2226 people have already died since last April. The epidemic is favored by the deterioration of sanitary conditions and the blockade imposed by the Saudis. MSF: highly resistant bacteria. Fears for a peak in the cases with the beginning of the rainy season in March. Over 80% of the population needs food, fuel, water and medicines.
The International Committee of the Red Cross (ICRC) denounces as many as 2226 people have died since last April.
In a message on twitter, the ICRC reports that the cholera epidemic, favoured by the deterioration of sanitary conditions, is "amplifying the suffering of a nation already trapped in a brutal war". In November the World Health Organization (WHO) announced over 2200 deaths.
In Yemen more than 80% of the population lack food, fuel, clean water and access to basic health services. The situation has been aggravated by the Saudi blockade that began in early November, which intensified the emergency.
The epidemic reached its peak at the end of June, with over 50 thousand suspected cases registered in just one week in 22 of the 23 provinces that make up the country. Since then, the number has suffered a slow but progressive decline while still remaining on alert levels. Last week, experts registered 7622 new suspected cases and a confirmed death from cholera.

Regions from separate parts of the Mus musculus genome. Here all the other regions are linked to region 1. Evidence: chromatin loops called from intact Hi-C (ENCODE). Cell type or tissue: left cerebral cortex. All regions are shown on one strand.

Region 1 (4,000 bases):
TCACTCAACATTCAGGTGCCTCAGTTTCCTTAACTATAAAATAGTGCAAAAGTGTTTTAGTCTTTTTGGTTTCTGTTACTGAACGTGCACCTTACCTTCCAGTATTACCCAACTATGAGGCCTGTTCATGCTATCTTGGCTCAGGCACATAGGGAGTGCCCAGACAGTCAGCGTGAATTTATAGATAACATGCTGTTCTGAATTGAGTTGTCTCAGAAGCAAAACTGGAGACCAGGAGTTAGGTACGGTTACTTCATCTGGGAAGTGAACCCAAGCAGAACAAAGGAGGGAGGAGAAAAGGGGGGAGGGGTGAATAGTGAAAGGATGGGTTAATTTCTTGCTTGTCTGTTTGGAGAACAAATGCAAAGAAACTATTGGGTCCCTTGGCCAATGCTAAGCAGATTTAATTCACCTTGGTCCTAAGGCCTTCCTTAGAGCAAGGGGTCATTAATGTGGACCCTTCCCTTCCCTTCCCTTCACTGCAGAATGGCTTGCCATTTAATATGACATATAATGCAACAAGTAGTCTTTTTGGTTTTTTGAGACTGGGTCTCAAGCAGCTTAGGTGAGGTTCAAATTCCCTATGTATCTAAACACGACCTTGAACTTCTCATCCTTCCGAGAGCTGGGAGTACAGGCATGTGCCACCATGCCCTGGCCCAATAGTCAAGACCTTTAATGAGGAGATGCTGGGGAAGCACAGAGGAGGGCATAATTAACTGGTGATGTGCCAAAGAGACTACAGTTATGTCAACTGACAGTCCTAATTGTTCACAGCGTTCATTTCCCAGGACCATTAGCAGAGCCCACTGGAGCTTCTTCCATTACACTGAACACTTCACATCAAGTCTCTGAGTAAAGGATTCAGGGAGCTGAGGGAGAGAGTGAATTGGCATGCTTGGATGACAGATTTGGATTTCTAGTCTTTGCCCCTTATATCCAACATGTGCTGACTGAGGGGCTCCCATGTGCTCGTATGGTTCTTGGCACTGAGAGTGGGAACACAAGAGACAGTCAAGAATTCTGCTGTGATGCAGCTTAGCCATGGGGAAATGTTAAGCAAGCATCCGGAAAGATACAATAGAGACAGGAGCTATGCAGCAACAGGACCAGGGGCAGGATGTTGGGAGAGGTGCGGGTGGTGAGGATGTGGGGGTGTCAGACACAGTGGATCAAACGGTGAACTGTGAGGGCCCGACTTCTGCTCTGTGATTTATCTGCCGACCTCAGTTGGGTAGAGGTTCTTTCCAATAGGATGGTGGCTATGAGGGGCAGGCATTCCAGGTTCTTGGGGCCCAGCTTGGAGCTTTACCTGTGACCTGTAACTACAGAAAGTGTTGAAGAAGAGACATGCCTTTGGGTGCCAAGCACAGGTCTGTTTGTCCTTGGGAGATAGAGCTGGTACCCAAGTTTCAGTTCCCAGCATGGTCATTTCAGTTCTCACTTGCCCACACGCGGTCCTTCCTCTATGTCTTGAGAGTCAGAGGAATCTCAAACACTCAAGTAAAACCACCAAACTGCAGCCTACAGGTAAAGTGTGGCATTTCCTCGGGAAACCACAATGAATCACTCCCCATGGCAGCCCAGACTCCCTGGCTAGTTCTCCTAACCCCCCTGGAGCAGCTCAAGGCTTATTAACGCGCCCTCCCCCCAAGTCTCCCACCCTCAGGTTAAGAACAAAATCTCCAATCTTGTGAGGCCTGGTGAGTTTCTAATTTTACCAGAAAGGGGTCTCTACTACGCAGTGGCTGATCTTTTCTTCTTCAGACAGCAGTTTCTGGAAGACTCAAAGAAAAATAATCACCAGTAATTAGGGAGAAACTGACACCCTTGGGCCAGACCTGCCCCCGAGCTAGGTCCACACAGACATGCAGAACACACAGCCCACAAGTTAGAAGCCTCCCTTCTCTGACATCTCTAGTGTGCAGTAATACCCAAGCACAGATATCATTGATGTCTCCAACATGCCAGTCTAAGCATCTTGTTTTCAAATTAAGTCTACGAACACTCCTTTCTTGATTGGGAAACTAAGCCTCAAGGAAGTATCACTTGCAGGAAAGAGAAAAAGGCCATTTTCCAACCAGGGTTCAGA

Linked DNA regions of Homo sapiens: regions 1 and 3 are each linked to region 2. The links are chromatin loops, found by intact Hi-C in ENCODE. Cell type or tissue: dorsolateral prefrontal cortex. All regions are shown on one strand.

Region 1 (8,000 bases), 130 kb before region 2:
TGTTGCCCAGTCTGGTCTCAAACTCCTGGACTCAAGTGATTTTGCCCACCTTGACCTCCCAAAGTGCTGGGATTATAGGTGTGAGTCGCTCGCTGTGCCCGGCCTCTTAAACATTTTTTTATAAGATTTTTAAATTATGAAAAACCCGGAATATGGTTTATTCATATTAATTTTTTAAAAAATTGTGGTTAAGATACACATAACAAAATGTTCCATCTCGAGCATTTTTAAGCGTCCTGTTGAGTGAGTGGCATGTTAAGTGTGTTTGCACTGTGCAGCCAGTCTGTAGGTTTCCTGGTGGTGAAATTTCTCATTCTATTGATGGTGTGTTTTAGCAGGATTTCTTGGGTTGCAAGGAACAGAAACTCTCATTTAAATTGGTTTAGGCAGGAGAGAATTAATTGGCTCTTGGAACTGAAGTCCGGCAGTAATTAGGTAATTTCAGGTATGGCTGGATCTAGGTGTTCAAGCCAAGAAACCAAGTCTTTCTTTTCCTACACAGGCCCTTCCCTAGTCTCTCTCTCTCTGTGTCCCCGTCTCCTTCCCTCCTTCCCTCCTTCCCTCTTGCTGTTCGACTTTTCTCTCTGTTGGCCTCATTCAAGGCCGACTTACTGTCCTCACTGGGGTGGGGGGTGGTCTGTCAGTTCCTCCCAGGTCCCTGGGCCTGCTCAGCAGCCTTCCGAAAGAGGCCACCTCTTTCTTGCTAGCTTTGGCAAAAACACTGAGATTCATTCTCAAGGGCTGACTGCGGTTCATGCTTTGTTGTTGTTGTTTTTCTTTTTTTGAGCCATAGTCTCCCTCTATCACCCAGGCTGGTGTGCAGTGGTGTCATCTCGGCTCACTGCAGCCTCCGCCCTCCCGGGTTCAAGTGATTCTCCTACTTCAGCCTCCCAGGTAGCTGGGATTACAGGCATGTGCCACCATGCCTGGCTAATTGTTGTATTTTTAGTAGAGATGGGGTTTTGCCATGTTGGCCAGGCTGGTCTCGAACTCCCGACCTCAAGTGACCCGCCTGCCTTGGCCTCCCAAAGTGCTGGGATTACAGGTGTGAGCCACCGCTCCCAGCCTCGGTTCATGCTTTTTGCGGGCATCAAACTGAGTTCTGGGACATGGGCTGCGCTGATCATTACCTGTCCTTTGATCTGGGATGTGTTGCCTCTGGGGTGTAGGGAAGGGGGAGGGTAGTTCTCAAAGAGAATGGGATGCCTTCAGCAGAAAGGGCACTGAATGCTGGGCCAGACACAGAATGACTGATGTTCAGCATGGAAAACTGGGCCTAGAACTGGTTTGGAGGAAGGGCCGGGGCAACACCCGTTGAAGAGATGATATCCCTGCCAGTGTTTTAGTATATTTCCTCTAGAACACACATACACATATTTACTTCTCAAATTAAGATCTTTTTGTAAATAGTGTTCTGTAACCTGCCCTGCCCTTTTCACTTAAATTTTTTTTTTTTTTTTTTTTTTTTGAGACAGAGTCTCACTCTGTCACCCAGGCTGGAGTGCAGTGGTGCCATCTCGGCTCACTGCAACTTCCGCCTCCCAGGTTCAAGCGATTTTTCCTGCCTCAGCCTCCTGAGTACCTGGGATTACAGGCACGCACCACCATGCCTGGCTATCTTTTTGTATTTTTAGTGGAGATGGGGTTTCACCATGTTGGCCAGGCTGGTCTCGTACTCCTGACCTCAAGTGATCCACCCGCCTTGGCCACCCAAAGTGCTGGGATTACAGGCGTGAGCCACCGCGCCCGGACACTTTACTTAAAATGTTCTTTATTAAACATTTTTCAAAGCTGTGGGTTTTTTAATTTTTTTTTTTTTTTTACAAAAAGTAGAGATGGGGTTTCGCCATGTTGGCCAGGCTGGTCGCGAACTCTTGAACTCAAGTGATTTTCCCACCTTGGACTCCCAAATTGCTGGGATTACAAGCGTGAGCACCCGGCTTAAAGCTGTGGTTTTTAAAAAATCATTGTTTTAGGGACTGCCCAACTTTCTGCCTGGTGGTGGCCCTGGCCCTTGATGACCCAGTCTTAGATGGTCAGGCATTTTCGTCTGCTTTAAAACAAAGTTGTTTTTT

However, in the face of a decline in the number of cases, the WHO experts warn of a possible new wave of cases at the beginning of the rainy season, in March. For this reason they ask Riyadh, once again, to ease restrictions on the country and guarantee the entry of aid, food and medicine.
"Vibrion - says Marc Poncin, coordinator of Doctors Without Borders (MSF) - is a highly resistant bacterium, which can survive in the water for a very long period of time". And it can spread very quickly "as soon as the situation becomes favourable".
Since January 2015, Yemen has been the scene of a bloody civil war opposing the country’s Sunni elites led by former President Hadi, backed by Riyadh, and Shia Houthi rebels, who are close to Iran. In March of the same year, a Saudi-led Arab coalition began attacking the rebels, sparking criticism from the United Nations over heavy casualties, including many children.
UN sources speak of almost 9 thousand deaths, of which about 60% are civilians, and 45 thousand injured. Out of a total of 28 million inhabitants, the conflict has also left up to 20 million people (out of a total of 27) in need of assistance and humanitarian aid in order to survive. Recently, even the apostolic vicar confirmed to AsiaNews the gravity of the "disaster" that is taking place.